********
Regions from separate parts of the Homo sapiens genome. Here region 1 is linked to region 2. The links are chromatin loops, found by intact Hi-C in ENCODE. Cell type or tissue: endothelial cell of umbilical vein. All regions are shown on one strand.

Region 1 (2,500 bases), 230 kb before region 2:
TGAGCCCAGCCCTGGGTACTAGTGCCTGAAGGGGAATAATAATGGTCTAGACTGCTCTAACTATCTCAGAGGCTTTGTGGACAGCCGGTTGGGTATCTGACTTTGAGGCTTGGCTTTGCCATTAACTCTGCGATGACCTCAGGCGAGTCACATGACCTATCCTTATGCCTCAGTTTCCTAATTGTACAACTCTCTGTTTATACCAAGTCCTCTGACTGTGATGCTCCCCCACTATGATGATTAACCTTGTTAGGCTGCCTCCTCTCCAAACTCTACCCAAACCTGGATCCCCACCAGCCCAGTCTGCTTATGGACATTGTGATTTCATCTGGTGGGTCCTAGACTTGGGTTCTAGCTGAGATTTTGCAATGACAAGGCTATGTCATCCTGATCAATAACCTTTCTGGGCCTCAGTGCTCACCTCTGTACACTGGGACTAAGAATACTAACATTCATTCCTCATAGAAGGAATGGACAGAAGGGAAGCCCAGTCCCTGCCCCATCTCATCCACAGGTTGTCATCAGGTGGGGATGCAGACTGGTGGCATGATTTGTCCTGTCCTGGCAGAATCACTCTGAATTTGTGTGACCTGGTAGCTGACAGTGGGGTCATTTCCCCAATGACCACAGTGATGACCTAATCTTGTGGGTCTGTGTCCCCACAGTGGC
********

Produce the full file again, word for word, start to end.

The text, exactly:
Regions from separate parts of the Homo sapiens genome. Here region 1 is linked to region 2. The links are chromatin loops, found by intact Hi-C in ENCODE. Cell type or tissue: endothelial cell of umbilical vein. All regions are shown on one strand.

Region 1 (2,500 bases), 230 kb before region 2:
TGAGCCCAGCCCTGGGTACTAGTGCCTGAAGGGGAATAATAATGGTCTAGACTGCTCTAACTATCTCAGAGGCTTTGTGGACAGCCGGTTGGGTATCTGACTTTGAGGCTTGGCTTTGCCATTAACTCTGCGATGACCTCAGGCGAGTCACATGACCTATCCTTATGCCTCAGTTTCCTAATTGTACAACTCTCTGTTTATACCAAGTCCTCTGACTGTGATGCTCCCCCACTATGATGATTAACCTTGTTAGGCTGCCTCCTCTCCAAACTCTACCCAAACCTGGATCCCCACCAGCCCAGTCTGCTTATGGACATTGTGATTTCATCTGGTGGGTCCTAGACTTGGGTTCTAGCTGAGATTTTGCAATGACAAGGCTATGTCATCCTGATCAATAACCTTTCTGGGCCTCAGTGCTCACCTCTGTACACTGGGACTAAGAATACTAACATTCATTCCTCATAGAAGGAATGGACAGAAGGGAAGCCCAGTCCCTGCCCCATCTCATCCACAGGTTGTCATCAGGTGGGGATGCAGACTGGTGGCATGATTTGTCCTGTCCTGGCAGAATCACTCTGAATTTGTGTGACCTGGTAGCTGACAGTGGGGTCATTTCCCCAATGACCACAGTGATGACCTAATCTTGTGGGTCTGTGTCCCCACAGTGGC